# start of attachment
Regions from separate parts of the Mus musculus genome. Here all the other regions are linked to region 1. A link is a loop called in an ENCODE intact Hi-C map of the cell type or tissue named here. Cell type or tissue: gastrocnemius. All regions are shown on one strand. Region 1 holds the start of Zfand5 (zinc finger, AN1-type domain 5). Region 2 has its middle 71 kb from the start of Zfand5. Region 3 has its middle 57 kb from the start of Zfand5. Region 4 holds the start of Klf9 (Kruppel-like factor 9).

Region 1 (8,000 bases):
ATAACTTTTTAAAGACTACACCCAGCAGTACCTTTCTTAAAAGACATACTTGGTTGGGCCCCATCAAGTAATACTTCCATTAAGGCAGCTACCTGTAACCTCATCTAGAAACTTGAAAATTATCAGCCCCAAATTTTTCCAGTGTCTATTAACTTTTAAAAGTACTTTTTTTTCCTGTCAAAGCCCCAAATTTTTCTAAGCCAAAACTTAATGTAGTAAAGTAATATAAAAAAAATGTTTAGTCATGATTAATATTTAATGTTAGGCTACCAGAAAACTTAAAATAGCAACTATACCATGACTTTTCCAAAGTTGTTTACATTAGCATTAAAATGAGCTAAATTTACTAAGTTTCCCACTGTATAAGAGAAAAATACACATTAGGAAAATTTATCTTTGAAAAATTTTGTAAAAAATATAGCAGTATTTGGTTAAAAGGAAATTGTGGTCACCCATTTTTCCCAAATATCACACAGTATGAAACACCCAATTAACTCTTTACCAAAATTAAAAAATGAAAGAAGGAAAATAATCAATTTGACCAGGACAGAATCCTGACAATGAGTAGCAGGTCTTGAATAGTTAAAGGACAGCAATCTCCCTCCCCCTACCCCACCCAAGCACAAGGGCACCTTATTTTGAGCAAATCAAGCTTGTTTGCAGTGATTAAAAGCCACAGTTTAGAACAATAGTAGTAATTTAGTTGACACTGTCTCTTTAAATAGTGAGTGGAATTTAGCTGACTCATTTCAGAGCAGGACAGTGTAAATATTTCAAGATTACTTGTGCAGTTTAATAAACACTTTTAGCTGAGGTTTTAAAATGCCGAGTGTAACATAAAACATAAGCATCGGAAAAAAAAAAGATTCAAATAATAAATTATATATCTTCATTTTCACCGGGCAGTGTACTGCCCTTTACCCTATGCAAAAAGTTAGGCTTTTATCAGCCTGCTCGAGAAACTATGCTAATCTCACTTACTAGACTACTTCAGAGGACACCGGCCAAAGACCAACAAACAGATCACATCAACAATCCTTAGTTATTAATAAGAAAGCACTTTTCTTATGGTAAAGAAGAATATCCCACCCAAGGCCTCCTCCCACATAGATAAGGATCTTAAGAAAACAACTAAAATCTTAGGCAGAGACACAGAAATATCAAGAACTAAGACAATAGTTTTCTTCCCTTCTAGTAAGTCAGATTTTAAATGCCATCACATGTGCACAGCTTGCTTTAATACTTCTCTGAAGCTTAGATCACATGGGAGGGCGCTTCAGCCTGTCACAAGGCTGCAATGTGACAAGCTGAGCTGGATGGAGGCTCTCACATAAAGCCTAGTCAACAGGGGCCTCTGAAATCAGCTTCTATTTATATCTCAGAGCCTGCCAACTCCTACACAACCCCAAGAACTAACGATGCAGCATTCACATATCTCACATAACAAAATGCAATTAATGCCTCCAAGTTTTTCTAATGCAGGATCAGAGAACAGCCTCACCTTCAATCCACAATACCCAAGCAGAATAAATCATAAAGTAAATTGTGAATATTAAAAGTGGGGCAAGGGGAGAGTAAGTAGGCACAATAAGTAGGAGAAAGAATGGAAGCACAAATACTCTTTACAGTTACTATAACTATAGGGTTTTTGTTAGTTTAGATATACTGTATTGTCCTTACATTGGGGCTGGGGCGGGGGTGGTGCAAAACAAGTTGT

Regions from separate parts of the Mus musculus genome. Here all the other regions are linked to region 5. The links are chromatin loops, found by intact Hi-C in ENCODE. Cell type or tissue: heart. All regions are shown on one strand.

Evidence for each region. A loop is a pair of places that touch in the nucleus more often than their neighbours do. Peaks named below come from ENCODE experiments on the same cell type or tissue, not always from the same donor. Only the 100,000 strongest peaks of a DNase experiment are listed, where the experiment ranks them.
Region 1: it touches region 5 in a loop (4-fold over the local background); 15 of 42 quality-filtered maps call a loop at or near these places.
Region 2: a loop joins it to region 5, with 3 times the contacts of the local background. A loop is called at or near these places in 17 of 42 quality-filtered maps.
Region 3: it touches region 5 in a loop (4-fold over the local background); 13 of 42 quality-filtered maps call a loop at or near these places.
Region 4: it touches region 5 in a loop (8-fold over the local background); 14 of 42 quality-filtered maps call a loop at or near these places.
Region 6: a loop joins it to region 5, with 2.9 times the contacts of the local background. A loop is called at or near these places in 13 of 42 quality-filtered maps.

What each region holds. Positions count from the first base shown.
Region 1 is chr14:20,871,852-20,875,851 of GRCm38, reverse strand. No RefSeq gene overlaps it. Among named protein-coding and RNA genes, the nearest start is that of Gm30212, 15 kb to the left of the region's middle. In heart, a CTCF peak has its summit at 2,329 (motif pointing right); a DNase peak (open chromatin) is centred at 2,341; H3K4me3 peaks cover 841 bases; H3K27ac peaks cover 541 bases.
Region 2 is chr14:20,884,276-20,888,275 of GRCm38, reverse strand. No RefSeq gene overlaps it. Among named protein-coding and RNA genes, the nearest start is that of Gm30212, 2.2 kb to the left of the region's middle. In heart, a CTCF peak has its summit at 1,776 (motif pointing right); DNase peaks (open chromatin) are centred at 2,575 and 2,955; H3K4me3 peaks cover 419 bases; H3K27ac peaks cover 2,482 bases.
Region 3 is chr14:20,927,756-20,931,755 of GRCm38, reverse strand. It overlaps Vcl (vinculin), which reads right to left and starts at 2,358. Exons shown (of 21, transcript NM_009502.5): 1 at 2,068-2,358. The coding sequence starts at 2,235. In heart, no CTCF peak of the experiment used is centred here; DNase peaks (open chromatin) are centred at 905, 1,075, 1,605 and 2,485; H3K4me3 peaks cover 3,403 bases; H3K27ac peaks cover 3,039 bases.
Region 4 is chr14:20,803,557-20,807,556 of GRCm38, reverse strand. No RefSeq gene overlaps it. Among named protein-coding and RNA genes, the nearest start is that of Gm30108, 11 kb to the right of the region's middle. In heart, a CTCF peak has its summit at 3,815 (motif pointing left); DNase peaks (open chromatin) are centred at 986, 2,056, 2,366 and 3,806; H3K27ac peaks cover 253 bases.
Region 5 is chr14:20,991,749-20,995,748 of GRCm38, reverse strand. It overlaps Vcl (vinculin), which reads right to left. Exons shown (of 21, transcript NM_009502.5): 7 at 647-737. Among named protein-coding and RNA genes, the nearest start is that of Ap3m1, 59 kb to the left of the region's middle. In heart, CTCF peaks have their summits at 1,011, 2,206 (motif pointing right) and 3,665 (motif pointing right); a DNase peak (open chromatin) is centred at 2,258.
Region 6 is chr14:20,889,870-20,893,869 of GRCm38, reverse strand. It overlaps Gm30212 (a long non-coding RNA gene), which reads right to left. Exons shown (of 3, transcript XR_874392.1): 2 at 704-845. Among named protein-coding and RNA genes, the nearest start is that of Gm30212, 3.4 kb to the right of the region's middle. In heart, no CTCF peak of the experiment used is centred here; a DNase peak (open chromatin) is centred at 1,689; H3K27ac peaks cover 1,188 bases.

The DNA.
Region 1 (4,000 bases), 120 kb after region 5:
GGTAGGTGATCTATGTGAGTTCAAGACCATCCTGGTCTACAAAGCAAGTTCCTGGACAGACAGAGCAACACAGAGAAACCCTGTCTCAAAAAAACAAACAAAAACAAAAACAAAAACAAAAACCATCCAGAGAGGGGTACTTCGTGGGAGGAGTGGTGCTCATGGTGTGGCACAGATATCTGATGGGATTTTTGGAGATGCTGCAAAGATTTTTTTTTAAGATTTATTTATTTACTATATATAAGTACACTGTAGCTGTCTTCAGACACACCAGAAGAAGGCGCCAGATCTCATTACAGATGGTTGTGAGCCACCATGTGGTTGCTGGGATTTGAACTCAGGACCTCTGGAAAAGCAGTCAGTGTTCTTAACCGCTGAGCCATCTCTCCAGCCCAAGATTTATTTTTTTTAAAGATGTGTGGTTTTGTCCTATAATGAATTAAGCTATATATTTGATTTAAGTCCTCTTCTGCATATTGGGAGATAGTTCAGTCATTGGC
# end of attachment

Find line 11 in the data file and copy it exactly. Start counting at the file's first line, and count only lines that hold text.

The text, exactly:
What each region holds. Positions count from the first base shown.